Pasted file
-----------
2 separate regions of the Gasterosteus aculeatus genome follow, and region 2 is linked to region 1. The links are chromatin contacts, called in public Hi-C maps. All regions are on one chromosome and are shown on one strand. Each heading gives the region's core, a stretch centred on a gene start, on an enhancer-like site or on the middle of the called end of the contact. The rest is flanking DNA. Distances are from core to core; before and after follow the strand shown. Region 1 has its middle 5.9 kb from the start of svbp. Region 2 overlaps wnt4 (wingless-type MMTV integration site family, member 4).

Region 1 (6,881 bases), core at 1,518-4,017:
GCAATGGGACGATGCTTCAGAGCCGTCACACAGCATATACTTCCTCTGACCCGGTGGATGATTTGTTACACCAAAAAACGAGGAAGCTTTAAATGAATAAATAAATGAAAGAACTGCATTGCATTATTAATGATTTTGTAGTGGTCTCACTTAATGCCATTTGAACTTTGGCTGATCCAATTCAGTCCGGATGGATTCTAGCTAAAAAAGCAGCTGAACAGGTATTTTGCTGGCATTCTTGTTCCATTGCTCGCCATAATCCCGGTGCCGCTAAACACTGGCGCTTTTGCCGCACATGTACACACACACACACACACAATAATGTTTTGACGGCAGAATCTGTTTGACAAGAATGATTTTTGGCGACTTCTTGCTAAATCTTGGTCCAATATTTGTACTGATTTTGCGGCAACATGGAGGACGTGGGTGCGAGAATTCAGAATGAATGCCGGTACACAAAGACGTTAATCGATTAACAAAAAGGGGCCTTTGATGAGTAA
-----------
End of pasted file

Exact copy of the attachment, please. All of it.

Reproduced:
2 separate regions of the Gasterosteus aculeatus genome follow, and region 2 is linked to region 1. The links are chromatin contacts, called in public Hi-C maps. All regions are on one chromosome and are shown on one strand. Each heading gives the region's core, a stretch centred on a gene start, on an enhancer-like site or on the middle of the called end of the contact. The rest is flanking DNA. Distances are from core to core; before and after follow the strand shown. Region 1 has its middle 5.9 kb from the start of svbp. Region 2 overlaps wnt4 (wingless-type MMTV integration site family, member 4).

Region 1 (6,881 bases), core at 1,518-4,017:
GCAATGGGACGATGCTTCAGAGCCGTCACACAGCATATACTTCCTCTGACCCGGTGGATGATTTGTTACACCAAAAAACGAGGAAGCTTTAAATGAATAAATAAATGAAAGAACTGCATTGCATTATTAATGATTTTGTAGTGGTCTCACTTAATGCCATTTGAACTTTGGCTGATCCAATTCAGTCCGGATGGATTCTAGCTAAAAAAGCAGCTGAACAGGTATTTTGCTGGCATTCTTGTTCCATTGCTCGCCATAATCCCGGTGCCGCTAAACACTGGCGCTTTTGCCGCACATGTACACACACACACACACACAATAATGTTTTGACGGCAGAATCTGTTTGACAAGAATGATTTTTGGCGACTTCTTGCTAAATCTTGGTCCAATATTTGTACTGATTTTGCGGCAACATGGAGGACGTGGGTGCGAGAATTCAGAATGAATGCCGGTACACAAAGACGTTAATCGATTAACAAAAAGGGGCCTTTGATGAGTAA